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Featuring timeless landscapes, architectural and historical wonders, and marvelous spring birding, Scotland and England are enticing late spring destinations. Our Scotland in Style tour explores the birds of the Scottish Highlands from our base at picturesque Grantown-On-Spey within beautiful Cairngorms National Park. Our Southern Britain: Birds & History tour immediately follows Scotland in Style, where the focus shifts to Southern England and its combination of varied birding and world-class historical sites.

Loch Beannacharain, Scotland

Loch Beannacharain, Scotland — Photo: Andrew Whittaker

These unique and exciting European tours are ideal for the serious birder as well as birders with non-birding partners, friends, or family—each offering impressive lists of birds and powerful insight into the complexities of English and Scottish history.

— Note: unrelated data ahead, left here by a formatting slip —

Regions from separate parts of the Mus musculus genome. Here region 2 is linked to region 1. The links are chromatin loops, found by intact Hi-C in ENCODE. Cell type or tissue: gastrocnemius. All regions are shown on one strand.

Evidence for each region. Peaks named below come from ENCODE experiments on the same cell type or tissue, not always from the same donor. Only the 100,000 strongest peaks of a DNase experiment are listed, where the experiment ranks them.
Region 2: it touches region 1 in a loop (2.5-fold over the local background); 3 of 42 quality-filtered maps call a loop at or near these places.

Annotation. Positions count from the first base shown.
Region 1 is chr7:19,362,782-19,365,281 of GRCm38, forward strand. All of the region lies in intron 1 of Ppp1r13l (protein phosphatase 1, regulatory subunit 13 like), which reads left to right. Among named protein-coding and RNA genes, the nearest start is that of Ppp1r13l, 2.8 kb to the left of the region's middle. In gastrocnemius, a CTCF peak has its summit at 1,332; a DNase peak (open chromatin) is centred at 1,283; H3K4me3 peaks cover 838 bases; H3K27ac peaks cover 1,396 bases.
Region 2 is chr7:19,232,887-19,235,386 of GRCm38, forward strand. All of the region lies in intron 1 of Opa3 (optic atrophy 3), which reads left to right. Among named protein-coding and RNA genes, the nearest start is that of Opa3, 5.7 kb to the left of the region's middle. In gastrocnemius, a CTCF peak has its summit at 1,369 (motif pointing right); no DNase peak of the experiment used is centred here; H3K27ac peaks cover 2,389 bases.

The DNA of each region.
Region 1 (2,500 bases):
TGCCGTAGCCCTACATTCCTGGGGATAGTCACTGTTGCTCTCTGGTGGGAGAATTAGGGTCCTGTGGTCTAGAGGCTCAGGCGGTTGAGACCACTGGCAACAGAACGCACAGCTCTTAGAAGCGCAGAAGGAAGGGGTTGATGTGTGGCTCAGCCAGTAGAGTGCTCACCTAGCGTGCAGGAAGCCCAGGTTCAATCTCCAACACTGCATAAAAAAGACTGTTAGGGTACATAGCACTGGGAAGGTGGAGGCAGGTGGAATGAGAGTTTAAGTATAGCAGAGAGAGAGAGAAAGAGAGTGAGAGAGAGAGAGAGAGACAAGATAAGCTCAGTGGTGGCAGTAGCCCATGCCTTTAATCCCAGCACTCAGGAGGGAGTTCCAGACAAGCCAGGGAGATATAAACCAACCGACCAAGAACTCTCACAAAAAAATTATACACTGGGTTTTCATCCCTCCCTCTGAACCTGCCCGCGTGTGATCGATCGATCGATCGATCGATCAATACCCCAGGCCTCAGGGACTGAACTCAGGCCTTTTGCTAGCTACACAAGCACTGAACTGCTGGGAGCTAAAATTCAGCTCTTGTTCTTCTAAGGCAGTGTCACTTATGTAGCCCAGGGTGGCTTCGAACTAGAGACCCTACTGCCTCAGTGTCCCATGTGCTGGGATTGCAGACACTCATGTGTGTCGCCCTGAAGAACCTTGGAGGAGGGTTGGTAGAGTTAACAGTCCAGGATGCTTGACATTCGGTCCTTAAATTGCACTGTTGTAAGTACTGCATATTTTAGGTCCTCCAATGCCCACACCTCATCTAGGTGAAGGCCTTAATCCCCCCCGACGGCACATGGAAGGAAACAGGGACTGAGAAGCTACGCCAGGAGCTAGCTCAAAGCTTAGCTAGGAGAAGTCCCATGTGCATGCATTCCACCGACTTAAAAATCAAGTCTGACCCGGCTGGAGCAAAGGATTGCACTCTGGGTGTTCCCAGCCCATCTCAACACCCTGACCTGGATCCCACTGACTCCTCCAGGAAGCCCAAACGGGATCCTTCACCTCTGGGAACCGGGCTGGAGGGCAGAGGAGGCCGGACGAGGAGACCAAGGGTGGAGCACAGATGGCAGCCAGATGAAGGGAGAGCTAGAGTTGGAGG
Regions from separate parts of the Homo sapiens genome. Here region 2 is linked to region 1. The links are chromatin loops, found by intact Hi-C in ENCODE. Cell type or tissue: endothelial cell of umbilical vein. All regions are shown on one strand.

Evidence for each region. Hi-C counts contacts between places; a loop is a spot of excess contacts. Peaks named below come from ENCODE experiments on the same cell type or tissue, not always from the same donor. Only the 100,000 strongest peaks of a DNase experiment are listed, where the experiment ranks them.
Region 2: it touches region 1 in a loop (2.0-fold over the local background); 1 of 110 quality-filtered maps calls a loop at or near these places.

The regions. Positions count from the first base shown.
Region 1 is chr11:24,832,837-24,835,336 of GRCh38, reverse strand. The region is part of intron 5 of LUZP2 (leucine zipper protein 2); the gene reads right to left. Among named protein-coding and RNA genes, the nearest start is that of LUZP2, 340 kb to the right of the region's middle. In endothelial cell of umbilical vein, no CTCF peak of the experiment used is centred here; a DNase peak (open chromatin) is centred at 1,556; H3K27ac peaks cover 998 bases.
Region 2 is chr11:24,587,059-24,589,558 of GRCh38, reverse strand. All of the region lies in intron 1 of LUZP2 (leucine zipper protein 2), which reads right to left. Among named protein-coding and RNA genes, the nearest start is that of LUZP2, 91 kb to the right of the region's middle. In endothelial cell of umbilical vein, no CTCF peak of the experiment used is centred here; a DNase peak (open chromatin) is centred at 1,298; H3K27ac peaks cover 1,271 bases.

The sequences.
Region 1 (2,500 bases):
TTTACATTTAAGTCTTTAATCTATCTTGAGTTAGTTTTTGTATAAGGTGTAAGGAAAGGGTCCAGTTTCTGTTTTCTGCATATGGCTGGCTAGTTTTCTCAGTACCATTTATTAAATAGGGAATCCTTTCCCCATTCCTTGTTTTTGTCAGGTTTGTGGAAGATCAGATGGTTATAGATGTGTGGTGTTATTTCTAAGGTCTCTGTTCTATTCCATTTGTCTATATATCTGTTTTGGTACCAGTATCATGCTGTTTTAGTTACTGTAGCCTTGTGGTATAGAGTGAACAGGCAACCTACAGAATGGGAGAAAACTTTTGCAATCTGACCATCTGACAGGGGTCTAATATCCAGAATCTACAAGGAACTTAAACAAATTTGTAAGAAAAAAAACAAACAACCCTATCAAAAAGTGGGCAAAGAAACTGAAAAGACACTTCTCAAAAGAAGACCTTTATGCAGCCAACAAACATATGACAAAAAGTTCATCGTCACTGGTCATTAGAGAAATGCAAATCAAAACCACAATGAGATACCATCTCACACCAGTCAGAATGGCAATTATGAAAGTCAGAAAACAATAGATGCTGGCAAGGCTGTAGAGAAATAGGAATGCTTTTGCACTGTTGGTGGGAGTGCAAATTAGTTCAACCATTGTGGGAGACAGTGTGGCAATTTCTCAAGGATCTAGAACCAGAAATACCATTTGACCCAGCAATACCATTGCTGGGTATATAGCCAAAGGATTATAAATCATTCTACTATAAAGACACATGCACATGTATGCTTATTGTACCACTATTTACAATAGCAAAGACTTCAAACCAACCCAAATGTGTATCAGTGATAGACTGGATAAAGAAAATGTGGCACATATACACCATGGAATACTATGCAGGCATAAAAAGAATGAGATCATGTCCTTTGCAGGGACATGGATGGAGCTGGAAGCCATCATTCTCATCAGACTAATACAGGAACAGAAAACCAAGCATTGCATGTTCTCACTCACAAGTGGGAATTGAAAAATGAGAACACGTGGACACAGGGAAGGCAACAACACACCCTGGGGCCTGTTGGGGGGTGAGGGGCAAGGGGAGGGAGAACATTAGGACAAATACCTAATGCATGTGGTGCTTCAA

Scotland in Style, May 8-17, 2014 with Andrew Whittaker and Phil Jones; $3,295 in double occupancy from Inverness.

The Scottish Highlands offer some of the finest scenery and best birding in the British Isles. On this tour we will explore the Highland region, seeking its special birds and visiting several places of high historical and architectural significance. Based out of a single-site accommodation, our birding activities will target localized specialty birds and widespread resident species alike, such as Arctic Loon, Eurasian Capercaillie, Black Grouse, Tawny Owl, Crested Tit, Ring Ouzel, White-throated Dipper, Scottish Crossbill, and raptors such as Eurasian Sparrowhawk, Golden Eagle, Red Kite, and White-tailed Eagle.